Clare, L.; Martyr, A.; Gamble, L.D.; Pentecost, C.; Collins, R.; Dawson, E.; Hunt, A.; Parker, S.; Allan, L.; Burns, A.; et al. (2021)
    Background. Negative impacts of the COVID-19 pandemic on people with dementia have been widely-documented, but most studies have relied on carer reports and few have compared responses to information collected before the pandemic. Objective. We aimed to explore the impact of the pandemic on community-dwelling individuals with mild-to-moderate dementia and compare responses with pre-pandemic data. Methods. During the second wave of the pandemic we conducted structured telephone interviews with 173 people with dementia and 242 carers acting as informants, all of whom had previously participated in the IDEAL cohort. Where possible we benchmarked responses against pre-pandemic data. Results. Significant perceived negative impacts were identified in cognitive and functional skills and ability to engage in self-care and manage everyday activities, along with increased levels of loneliness and discontinuity in sense of self and a decline in perceived capability to ‘live well’. Compared to pre-pandemic data there were lower levels of pain, depression and anxiety, higher levels of optimism, and better satisfaction with family support. There was little impact on physical health, mood, social connections and relationships, or perceptions of neighbourhood characteristics. Conclusion. Efforts to mitigate negative impacts of pandemic-related restrictions and restore quality of life could focus on reablement to address the effects on participation in everyday activities, creating opportunities for social contact to reduce loneliness, and personalised planning to reconnect people with their pre-COVID selves. Such efforts may build on the resilience demonstrated by people with dementia and carers in coping with the pandemic.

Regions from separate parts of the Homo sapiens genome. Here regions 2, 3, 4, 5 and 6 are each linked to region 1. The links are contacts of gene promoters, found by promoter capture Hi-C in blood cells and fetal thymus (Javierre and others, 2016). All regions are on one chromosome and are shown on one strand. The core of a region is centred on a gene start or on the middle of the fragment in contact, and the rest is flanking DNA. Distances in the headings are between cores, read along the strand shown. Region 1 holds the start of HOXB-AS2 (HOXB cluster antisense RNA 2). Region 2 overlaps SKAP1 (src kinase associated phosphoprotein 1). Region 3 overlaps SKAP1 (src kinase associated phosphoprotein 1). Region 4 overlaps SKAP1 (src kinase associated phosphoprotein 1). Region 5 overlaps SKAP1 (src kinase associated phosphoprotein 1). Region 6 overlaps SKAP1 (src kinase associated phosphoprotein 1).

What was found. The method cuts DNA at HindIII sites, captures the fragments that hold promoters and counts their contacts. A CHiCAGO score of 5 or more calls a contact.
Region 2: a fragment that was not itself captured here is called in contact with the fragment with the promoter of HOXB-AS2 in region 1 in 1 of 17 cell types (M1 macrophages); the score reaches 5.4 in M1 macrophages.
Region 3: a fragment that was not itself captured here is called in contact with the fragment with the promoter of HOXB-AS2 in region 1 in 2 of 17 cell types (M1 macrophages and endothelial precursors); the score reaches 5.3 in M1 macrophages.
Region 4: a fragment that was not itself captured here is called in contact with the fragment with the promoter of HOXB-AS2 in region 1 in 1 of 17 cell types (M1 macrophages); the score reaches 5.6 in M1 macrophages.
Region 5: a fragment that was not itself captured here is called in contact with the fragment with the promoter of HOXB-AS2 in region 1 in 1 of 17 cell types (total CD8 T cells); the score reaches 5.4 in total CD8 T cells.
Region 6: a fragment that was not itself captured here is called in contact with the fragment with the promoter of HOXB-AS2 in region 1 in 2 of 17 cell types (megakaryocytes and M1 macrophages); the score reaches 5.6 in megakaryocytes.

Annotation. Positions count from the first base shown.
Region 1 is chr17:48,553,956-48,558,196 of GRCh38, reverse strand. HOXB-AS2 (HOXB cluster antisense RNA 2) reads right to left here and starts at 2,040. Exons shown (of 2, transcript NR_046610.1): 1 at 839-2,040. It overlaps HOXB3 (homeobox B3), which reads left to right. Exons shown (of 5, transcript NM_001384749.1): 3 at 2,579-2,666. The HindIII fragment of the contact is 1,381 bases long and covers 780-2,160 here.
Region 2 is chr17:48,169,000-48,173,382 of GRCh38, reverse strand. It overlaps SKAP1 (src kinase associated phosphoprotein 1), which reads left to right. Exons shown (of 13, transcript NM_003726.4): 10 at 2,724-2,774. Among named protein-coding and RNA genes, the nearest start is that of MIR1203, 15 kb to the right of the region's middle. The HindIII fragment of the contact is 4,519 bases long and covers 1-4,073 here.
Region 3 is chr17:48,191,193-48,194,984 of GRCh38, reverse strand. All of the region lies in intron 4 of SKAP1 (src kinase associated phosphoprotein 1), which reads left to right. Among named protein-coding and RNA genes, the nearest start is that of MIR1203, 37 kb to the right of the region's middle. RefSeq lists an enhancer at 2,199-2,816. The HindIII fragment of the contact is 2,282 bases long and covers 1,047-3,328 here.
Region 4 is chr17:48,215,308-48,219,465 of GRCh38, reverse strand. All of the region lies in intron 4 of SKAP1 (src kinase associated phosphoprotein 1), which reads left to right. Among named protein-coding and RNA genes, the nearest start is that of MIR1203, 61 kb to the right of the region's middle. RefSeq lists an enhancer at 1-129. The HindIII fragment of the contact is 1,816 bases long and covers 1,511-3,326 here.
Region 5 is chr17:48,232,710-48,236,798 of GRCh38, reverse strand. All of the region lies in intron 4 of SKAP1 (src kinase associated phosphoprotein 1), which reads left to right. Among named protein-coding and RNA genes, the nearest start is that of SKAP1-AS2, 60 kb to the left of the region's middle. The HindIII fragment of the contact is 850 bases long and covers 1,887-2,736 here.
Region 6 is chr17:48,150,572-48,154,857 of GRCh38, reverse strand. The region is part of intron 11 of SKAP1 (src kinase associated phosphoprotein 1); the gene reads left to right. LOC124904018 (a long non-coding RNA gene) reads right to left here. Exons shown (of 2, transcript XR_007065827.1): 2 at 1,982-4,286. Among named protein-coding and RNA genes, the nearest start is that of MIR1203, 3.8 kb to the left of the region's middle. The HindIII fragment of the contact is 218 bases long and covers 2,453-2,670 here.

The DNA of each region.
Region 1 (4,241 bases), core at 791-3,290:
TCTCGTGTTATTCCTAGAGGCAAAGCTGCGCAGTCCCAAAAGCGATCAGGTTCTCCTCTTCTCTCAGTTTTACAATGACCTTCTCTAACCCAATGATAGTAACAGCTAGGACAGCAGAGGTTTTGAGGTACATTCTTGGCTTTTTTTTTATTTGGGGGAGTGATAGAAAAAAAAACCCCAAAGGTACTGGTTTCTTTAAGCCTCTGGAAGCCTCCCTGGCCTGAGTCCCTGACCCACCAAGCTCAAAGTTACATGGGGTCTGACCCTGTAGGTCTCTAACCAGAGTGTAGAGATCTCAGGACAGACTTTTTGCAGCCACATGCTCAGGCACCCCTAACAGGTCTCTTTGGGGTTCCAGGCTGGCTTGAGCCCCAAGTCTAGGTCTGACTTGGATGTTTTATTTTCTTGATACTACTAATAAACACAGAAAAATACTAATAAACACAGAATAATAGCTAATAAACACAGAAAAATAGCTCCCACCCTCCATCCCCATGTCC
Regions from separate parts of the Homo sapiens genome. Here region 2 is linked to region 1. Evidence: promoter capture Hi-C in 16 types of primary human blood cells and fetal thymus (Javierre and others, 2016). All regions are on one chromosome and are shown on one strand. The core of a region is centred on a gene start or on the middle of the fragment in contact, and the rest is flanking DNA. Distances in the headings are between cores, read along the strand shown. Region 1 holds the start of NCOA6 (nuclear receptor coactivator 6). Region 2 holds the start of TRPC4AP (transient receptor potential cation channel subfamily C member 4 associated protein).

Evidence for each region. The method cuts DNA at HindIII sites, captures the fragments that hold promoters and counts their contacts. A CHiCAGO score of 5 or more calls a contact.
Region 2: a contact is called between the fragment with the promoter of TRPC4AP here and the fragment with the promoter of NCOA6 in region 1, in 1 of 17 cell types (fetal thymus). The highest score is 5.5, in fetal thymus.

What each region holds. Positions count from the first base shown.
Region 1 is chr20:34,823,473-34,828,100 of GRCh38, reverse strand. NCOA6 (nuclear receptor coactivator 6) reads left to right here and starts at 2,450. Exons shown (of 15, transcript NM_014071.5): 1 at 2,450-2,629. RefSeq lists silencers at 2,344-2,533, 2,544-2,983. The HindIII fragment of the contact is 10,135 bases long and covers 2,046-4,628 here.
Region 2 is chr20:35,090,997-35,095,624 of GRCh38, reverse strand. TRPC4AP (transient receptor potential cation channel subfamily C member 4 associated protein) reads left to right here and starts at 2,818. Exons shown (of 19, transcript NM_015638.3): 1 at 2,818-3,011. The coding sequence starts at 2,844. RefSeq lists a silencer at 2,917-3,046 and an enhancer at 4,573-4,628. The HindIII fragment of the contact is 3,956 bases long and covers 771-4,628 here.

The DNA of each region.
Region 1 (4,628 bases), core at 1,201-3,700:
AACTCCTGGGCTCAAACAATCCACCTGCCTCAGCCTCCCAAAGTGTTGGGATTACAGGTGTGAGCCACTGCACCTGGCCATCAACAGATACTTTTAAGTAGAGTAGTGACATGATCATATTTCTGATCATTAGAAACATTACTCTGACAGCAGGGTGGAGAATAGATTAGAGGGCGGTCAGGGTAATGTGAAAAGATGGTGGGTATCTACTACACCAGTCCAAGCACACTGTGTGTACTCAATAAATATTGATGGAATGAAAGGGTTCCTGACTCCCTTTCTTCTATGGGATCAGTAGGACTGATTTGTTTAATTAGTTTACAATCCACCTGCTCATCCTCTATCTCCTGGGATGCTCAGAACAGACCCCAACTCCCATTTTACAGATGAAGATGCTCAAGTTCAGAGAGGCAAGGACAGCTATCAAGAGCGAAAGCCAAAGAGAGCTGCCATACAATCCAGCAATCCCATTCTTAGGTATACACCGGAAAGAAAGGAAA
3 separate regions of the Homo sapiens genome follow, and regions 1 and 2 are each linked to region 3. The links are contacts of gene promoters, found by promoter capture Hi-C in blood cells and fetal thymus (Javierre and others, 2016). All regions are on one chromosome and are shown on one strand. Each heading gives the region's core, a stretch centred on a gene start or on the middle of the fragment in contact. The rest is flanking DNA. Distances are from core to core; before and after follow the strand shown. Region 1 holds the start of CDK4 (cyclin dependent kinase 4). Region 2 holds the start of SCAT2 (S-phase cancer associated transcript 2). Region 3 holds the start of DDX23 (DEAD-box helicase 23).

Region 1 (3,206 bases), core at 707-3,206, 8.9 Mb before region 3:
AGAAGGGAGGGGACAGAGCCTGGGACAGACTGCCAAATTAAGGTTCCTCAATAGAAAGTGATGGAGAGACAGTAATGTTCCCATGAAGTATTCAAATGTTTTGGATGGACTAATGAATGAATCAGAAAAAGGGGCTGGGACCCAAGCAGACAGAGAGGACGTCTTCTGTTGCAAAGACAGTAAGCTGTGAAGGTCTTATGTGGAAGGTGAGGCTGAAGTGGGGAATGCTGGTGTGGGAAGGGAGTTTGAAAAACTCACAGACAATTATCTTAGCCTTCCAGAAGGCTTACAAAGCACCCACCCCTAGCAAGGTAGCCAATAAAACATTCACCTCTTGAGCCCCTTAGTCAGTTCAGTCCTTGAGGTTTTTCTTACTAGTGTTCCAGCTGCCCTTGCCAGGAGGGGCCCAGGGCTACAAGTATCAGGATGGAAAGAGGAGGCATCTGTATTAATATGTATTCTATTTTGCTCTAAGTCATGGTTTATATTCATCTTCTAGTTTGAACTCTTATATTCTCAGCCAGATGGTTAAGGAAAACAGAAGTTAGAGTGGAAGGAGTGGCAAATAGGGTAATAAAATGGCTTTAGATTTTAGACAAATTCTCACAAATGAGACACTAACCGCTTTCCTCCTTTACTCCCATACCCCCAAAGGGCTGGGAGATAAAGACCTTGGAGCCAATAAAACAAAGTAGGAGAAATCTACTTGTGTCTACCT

• Refugee COVID report 1: Getting the message. On official advice around COVID19 for asylum seeking and refugee communities in Bradford